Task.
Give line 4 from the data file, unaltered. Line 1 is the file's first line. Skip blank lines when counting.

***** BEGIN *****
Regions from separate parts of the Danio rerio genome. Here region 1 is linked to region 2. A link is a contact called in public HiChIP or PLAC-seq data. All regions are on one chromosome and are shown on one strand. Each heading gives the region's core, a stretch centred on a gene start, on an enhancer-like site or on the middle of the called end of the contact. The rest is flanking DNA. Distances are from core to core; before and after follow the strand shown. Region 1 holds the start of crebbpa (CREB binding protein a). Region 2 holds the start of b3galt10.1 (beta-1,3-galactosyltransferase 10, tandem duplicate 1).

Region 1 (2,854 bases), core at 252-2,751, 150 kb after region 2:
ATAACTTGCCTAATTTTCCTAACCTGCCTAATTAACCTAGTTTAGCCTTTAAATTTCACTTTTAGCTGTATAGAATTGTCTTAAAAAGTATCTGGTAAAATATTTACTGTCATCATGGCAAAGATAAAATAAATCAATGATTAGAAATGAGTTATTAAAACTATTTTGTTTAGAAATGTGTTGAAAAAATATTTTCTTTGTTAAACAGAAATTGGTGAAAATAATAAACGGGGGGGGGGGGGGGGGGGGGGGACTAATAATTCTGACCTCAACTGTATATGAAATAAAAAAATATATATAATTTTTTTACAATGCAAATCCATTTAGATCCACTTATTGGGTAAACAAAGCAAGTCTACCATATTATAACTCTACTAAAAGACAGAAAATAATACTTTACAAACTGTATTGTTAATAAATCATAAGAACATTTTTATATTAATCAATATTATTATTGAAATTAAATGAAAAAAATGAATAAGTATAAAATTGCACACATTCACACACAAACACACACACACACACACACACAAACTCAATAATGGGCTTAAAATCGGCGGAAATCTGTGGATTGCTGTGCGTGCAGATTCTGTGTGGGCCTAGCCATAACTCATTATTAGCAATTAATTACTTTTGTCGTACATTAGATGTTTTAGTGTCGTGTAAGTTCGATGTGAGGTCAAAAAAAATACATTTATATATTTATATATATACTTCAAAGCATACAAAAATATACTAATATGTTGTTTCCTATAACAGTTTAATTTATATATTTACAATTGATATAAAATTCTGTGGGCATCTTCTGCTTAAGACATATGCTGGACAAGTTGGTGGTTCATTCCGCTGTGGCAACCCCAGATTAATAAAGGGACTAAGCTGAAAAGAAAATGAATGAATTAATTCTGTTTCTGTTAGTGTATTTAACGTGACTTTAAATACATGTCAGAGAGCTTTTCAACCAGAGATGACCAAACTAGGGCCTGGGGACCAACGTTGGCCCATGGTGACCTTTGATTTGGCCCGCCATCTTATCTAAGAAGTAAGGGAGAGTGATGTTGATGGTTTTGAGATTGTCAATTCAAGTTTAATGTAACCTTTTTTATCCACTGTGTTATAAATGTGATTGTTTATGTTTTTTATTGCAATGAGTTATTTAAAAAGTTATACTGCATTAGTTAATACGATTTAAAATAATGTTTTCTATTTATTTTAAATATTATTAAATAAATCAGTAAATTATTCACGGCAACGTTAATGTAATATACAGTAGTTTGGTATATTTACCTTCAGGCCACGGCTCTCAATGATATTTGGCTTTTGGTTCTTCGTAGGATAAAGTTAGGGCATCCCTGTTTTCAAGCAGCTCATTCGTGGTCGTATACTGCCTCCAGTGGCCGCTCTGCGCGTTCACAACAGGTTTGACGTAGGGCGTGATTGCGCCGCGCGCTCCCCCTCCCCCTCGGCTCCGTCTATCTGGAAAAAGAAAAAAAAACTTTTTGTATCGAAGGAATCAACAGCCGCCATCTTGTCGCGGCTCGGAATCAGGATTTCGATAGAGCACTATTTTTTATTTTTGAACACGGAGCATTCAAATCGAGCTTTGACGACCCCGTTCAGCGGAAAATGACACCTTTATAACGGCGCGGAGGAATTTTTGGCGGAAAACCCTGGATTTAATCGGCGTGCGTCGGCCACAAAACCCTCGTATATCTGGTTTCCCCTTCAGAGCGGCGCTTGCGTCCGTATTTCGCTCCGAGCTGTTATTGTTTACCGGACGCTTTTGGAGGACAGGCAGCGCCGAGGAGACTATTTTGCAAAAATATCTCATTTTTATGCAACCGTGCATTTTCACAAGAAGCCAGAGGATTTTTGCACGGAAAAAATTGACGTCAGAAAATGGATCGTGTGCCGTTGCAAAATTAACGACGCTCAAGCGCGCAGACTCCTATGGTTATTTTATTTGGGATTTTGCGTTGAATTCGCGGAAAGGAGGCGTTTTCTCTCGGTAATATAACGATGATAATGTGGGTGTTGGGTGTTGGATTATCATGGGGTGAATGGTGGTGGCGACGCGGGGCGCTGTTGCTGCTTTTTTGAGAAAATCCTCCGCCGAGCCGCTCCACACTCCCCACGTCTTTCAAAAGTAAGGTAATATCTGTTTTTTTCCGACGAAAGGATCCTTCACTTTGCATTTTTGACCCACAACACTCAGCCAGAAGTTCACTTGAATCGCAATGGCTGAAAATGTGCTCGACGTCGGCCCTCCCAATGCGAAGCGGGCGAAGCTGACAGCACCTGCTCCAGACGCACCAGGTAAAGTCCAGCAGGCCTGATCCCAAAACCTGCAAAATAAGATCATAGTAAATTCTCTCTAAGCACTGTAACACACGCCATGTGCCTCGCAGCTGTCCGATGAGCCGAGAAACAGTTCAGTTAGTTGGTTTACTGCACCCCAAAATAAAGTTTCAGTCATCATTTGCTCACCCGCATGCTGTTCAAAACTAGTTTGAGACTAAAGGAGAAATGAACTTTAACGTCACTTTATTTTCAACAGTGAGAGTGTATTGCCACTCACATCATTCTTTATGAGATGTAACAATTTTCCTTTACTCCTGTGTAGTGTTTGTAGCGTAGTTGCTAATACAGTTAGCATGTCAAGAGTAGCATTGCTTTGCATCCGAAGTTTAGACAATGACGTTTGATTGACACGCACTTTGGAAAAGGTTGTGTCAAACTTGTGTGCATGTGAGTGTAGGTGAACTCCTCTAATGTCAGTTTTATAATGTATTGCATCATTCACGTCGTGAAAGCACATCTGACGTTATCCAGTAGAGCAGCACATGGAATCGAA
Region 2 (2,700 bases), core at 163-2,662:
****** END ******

Region 2 (2,700 bases), core at 163-2,662: